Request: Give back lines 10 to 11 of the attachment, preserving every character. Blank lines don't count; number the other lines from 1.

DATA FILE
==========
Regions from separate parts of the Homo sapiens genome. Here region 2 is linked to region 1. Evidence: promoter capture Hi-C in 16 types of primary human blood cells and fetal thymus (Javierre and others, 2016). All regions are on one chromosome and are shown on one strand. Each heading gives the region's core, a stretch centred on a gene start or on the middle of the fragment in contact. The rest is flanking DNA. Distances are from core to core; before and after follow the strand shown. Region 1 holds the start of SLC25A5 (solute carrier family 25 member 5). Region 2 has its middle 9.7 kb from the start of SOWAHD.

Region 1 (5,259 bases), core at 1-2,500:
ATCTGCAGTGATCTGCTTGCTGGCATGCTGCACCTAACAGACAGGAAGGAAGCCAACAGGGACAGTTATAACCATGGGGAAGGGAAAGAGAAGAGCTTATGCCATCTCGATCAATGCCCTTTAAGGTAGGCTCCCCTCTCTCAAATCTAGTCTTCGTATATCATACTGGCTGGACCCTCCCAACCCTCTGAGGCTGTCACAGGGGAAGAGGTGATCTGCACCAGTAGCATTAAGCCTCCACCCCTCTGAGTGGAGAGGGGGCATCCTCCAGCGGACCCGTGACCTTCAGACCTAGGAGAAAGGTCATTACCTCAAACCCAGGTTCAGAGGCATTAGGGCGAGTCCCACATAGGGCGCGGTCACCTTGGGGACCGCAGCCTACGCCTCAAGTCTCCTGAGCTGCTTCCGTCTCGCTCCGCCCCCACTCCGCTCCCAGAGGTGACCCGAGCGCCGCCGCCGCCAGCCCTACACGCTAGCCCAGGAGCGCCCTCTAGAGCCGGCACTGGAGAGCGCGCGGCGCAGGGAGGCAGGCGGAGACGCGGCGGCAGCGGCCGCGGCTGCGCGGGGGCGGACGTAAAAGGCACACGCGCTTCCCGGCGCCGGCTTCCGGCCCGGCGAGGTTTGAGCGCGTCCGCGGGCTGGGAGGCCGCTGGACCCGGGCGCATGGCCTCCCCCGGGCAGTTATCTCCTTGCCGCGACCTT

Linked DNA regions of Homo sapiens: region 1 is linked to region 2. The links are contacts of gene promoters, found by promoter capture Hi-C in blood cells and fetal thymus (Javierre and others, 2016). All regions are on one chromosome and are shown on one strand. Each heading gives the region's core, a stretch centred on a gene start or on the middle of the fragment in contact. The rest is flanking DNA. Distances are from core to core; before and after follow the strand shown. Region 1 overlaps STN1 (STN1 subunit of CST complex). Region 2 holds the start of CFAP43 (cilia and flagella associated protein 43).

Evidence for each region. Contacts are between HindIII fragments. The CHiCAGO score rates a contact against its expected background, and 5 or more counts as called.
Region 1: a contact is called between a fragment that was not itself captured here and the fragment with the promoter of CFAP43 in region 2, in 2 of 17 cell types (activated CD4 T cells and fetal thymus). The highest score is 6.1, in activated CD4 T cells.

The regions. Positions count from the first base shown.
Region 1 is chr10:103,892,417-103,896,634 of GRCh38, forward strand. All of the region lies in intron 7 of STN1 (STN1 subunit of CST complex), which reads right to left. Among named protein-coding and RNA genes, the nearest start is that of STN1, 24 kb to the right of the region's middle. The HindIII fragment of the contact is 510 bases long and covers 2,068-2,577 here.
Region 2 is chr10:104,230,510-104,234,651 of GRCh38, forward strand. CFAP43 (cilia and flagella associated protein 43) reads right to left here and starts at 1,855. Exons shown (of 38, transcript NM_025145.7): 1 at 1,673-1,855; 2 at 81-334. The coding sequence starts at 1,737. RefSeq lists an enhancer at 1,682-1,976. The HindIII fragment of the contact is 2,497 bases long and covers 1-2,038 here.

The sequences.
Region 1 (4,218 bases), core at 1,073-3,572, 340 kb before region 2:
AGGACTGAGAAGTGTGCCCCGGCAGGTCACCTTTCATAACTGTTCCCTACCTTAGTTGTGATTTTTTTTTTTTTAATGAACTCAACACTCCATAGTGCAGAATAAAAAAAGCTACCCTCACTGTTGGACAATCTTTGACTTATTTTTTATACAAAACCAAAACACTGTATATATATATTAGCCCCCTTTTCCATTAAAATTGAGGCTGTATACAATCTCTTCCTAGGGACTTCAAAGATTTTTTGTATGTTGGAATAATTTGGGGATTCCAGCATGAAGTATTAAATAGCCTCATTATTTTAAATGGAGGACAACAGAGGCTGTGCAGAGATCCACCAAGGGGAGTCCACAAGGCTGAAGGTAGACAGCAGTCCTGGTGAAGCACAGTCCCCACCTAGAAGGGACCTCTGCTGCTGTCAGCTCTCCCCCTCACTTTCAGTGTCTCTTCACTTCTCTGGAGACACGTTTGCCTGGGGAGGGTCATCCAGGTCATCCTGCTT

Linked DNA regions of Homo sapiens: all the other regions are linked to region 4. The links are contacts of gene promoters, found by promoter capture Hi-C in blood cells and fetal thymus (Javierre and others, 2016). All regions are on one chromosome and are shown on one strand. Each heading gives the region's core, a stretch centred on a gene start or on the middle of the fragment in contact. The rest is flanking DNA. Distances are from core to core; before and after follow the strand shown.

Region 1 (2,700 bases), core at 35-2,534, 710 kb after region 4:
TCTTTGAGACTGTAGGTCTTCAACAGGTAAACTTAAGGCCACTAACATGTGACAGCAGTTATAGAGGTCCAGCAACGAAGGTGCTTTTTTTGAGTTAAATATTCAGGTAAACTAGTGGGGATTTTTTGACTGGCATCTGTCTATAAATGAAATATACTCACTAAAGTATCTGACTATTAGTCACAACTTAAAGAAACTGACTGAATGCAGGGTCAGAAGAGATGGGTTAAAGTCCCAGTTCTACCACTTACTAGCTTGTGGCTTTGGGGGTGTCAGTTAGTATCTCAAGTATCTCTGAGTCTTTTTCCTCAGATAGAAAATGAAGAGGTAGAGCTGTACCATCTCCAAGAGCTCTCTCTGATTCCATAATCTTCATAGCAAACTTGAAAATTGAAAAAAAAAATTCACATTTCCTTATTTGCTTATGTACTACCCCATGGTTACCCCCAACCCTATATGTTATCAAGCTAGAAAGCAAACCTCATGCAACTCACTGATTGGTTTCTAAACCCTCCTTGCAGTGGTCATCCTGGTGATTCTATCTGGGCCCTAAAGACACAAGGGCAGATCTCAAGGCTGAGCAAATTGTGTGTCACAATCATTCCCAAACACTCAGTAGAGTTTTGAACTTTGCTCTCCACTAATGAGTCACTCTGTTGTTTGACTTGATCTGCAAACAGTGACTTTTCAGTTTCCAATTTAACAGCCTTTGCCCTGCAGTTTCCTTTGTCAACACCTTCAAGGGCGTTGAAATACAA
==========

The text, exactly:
The sequences.
Region 1 (4,218 bases), core at 1,073-3,572, 340 kb before region 2: